Comparison of different models for the testing of pilocarpine eyedrops using conventional eyedrops and a novel depot formulation (nanoparticles), Graefes Arch. Clin. Exp. Ophthalmol. 1989, 227, 188-193. 24. 25. 161-169. 26. Greaves JL, Wilson CG, Birmingham AT, Richardson MC, Bentley PH. Scintigraphic studies on the cornea1 residence of a New Ophthalmic Delivery System (NODS): rate of clearance of a soluble marker in relation to duration of pharmacological action of pilocarpine, Br. J. Clin. Pharmacol. 1992, 33, 603-609. 27. 28. Davies NM, Farr SJ, Hadgraft J, Kellaway IW. Evaluation of mucoadhesive polymers in ocular Fitzgerald P, Hadgraft J, Wilson CG. A gamma scintigraphic evaluation of the precorneal drug delivery. II. Polymer-coated vesicles, Pharm. Res. 1992, 9, 1137-l 144. residence of liposomal formulations in the rabbit, J. Pharm. Pharmacol. 1987, 39. 487-490. Nadkarni SR, Yalokowsky SH. Controlled delivery of pilocarpine. I. In vitro characterization of Kyyriinen K, Hume L, Benedetti L, Urtti A, Topp E, Stella V. Methylprednisolone esters of gelfoam matrices, Pharm. Res. 1993, 10, 109-l 12. hyaluronic acid in ophthalmic drug delivery: in vitro and in vivo release studies, Int. J. Pharm. 1992, 80,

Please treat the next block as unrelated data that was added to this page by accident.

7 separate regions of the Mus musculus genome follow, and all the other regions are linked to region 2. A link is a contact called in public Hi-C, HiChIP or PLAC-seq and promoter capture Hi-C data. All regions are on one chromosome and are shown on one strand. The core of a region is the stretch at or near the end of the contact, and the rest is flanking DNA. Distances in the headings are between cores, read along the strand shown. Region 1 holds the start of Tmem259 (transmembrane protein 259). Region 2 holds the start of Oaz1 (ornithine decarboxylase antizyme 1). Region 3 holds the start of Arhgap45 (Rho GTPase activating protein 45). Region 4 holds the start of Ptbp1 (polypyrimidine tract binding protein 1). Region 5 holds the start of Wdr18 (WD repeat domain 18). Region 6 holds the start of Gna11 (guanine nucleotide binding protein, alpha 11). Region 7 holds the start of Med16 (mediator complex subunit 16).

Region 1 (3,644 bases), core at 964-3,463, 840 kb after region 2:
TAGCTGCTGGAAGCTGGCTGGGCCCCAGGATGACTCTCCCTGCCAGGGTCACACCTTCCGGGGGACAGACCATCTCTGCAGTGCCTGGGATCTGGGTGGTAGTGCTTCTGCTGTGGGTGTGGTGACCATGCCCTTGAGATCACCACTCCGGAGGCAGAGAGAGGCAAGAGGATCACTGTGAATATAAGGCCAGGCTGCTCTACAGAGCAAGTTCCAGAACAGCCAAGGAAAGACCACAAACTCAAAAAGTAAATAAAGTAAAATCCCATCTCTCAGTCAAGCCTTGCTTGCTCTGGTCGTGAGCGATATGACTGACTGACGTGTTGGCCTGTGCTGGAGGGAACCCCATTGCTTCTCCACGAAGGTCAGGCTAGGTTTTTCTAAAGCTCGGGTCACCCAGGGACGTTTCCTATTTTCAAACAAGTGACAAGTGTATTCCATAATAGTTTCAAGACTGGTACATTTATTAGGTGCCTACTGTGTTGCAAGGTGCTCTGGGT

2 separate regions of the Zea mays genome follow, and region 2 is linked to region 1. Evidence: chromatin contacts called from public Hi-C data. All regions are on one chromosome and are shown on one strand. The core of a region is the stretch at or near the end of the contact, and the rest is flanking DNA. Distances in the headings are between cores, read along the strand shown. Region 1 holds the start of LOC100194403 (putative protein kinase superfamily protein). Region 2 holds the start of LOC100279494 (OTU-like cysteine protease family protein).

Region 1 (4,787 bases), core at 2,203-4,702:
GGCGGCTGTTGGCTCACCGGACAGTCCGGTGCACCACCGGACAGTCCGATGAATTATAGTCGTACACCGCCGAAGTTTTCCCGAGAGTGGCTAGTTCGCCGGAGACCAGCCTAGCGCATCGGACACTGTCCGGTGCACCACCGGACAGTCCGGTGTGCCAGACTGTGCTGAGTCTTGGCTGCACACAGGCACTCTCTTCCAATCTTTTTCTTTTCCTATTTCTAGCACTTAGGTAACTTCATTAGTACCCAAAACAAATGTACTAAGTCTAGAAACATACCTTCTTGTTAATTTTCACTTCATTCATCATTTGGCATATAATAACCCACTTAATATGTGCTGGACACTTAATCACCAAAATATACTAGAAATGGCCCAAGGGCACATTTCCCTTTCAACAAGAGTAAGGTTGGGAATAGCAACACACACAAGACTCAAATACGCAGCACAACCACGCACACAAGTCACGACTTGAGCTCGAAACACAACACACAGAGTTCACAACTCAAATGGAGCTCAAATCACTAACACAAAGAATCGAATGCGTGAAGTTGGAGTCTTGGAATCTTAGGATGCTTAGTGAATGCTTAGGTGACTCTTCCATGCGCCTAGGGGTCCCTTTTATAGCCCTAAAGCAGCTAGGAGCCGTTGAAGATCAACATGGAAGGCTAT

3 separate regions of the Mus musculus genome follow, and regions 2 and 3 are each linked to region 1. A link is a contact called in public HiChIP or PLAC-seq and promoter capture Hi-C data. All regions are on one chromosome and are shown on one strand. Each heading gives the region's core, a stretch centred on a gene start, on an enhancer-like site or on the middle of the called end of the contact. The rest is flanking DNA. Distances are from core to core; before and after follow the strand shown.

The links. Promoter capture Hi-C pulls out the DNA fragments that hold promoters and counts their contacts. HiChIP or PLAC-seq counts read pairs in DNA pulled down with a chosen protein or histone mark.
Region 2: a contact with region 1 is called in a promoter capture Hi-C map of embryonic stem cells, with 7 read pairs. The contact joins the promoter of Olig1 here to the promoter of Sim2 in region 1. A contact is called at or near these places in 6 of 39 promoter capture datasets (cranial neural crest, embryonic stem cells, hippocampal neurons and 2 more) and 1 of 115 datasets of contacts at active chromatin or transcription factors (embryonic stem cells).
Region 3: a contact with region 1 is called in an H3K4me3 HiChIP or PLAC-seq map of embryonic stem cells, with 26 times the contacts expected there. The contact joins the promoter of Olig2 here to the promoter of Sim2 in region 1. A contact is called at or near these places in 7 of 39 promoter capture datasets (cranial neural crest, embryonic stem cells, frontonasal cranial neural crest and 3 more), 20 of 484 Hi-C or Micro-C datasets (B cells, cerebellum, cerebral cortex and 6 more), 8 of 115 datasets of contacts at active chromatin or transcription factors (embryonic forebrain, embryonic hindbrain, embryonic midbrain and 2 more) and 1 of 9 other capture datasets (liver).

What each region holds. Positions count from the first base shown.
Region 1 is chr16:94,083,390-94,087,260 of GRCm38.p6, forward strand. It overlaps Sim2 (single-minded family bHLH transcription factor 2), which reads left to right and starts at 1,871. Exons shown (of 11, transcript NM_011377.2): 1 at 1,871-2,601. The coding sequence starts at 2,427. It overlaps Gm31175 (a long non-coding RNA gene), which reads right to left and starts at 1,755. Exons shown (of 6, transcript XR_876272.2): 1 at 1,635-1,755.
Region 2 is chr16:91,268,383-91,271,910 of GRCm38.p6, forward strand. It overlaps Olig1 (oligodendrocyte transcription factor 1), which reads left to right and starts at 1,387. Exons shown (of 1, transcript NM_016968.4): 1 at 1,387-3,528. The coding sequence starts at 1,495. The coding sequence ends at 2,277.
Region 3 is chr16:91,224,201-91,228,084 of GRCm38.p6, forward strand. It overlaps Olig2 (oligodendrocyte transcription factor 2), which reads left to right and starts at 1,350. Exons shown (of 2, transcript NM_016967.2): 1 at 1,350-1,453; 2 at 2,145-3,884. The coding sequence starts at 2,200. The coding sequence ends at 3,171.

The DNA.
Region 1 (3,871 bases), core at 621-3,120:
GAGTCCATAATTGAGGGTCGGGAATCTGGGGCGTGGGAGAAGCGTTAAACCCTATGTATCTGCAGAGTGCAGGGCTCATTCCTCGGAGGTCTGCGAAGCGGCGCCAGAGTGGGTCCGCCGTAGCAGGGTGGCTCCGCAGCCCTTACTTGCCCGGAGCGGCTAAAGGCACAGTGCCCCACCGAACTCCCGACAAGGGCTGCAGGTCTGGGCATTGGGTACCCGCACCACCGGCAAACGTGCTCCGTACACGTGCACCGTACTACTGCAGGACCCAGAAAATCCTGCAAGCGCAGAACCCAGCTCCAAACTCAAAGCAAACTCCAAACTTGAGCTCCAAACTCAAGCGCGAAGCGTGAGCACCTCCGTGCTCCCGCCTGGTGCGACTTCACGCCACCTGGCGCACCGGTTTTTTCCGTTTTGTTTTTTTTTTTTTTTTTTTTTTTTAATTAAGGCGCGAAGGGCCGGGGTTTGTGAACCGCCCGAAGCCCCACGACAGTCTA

29. 713- 715.

McCalden TA, Levy M. Retention of topical formulations on the cornea, Experientia 1990, 46,

31. 32. 33.

Biju SS, Talegaonkar sushama, Mishra PR, Khar RK. Vesicular system An Overview, Indian J. Hanna C. Delivery of antibiotics to the eye, Life Sci. 1980, 27, 25092512. Schoenwald RB, Stewart P. Effect of particle size on ophthalmic bioavailability of Kupferman A, Ryan WJJ, Leibowitz HM. Prolongation of antiinflammatory effect of

Pharm. Sci. 2006, 68 (2), 141-153.